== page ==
Pandemic Flu: Public Health and the Culture of Fear
RSIS Centre for Non-Traditional Security (NTS) Studies
Michael Fitzpatrick, NTS Working Paper No. 2, November 2010.

‘Better safe than sorry’ has been the familiar response of public health authorities to concerns about the enormous cost and disruption to health services that resulted from the 2009 global scare over what turned out to be a relatively benign swine flu virus. Some critics have focused on links between prominent public health figures and the manufacturers of antiviral medications and vaccines who were the conspicuous financial beneficiaries of the scare, alleging undue influence and conflicts of interest. This paper argues – from the perspective of a general practitioner engaged in an inner city practice in the UK during the 2009 pandemic – that the promotion of exaggerated fears of infectious disease as an instrument of policy risks further undermining popular trust in medicine and public health.


Comparing the H1N1 Crises and Responses in the US and China Centre for Non-Traditional Security (NTS) Studies
Yanzhong Huang, NTS Working Paper No. 1, November 2010.

Both the US and China responded to the 2009 H1N1 pandemic in a decisive and swift manner. However, they handled the crisis with fundamentally different strategies. From the start of the crisis, the US approach was mitigation, focusing on minimising the impact by maximising surge capacity. By contrast, China’s response until September 2009 was characterised by an aggressive containment approach that sought to establish barriers against the spread of the disease. This paper argues that a comparison of the effectiveness of the two strategies clearly points to the inferiority of the containment strategy in handling the H1N1 pandemic. A comparison between the US and China also suggests the importance of beefing up core surveillance and response capabilities in a coherent and sustainable manner.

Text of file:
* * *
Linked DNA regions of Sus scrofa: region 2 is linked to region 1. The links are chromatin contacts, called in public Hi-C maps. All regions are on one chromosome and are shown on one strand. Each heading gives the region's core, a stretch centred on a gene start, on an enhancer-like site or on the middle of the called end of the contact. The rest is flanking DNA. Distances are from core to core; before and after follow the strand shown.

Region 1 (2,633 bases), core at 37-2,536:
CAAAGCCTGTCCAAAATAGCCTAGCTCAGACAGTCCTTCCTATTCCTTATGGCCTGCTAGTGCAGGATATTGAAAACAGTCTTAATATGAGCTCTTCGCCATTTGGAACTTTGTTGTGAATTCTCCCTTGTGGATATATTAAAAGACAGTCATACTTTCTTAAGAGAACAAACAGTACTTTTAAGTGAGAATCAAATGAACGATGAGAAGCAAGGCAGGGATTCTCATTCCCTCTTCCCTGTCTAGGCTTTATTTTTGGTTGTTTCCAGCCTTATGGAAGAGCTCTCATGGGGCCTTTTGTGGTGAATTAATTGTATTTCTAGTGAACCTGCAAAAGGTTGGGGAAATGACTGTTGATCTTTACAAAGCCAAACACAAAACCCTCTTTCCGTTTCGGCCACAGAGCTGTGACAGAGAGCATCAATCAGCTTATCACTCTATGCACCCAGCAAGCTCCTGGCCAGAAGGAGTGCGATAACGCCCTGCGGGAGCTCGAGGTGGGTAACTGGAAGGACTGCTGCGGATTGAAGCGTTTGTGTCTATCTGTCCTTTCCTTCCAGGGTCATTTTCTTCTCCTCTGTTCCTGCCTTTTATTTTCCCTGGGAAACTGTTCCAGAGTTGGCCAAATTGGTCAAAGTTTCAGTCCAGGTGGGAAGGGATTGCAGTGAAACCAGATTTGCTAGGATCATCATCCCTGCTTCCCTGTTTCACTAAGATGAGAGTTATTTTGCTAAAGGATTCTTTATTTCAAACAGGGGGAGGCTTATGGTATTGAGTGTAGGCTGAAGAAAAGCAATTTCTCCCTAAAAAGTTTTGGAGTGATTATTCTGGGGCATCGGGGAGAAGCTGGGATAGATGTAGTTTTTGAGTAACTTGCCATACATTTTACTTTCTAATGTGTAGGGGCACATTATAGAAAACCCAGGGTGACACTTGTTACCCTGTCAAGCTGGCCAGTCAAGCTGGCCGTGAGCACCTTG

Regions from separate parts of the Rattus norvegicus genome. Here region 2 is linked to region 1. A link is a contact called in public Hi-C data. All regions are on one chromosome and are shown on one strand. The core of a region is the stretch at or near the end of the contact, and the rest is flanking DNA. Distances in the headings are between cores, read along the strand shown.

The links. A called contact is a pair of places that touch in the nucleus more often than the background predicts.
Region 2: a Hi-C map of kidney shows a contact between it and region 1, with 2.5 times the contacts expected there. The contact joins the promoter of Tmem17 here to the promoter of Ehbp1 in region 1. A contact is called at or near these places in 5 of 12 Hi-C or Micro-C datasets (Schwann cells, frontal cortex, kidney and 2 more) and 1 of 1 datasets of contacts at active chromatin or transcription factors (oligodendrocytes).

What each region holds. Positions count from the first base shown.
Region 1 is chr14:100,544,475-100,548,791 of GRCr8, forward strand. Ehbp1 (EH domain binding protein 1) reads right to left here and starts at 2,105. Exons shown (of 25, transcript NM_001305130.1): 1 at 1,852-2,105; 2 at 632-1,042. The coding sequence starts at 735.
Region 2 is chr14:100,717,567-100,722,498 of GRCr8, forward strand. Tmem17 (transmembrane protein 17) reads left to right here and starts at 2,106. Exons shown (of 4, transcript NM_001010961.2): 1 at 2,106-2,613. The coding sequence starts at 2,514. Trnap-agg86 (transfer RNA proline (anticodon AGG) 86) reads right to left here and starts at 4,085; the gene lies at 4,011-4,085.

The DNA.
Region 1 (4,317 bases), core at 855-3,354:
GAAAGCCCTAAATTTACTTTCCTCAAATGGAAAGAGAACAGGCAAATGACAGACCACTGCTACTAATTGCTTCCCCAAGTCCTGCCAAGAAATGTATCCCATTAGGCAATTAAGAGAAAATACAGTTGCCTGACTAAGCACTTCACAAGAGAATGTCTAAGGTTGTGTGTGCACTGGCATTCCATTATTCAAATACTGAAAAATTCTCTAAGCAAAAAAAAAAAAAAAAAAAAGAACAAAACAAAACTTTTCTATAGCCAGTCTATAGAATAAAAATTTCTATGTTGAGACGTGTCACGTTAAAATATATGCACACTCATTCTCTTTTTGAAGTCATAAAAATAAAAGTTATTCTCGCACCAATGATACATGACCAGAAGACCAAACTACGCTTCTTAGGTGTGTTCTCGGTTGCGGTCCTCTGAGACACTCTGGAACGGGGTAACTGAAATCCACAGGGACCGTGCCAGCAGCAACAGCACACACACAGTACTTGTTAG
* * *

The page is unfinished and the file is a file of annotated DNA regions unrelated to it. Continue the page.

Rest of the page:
REDD (Reducing Emissions from Deforestation and Forest Degradation): Mitigation, Adaptation and the Resilience of Local Livelihoods
RSIS Centre for Non-Traditional Security (NTS) Studies
Enrique Ibarra Gené and Arif Aliadi, MacArthur Asia Security Initiative Policy Working Paper No. 8, November 2010.

This paper discusses the policy and implementation context of the REDD (reducing emissions from deforestation and forest degradation) demonstration activity in Ulu Masen in the province of Aceh, Indonesia. It is argued that the slow endorsement of the demonstration activity by the Indonesian government may be due to mistiming in relation to the regulations on REDD projects and to diverging interpretations of the law that grants special status to the province of Aceh on the management of forests. It is also observed that while the proponents of this project have undertaken consultations at different levels, there is still a need to improve consultations with local communities on the design and implementation of the project to ensure local understanding – and ownership – of the project’s goals and activities.


Afghan Women in the Diaspora: Surviving Identity and Alienation
RSIS Centre for Non-Traditional Security (NTS) Studies
Deepali Gaur Singh, NTS-Asia Research Paper No. 4, November 2010.

This research will study the claims to and contestations of identity among the women of the Afghan diaspora, with particular focus on those in India and Germany. What does the concept of identity mean to these women? How do they reconcile their own sense of identity with the stereotyped, homogenised images of Afghan women and of Afghanistan held by their host communities? While analysing the constructions of identity and afghaniyat or afghanness, or the absence of the same, among the women of the Afghan diaspora, the emphasis is on how those women define their identities within the parameters of Afghanistan, India and Germany, and how they negotiate traditional constructs of identity given their experience of alienation and assimilation within their host cultures and communities. This study finds that these women in the diaspora, as a gender group, are at the margins of Afghan identity, with limited ability to play a role in defining themselves against categories that are critical to them.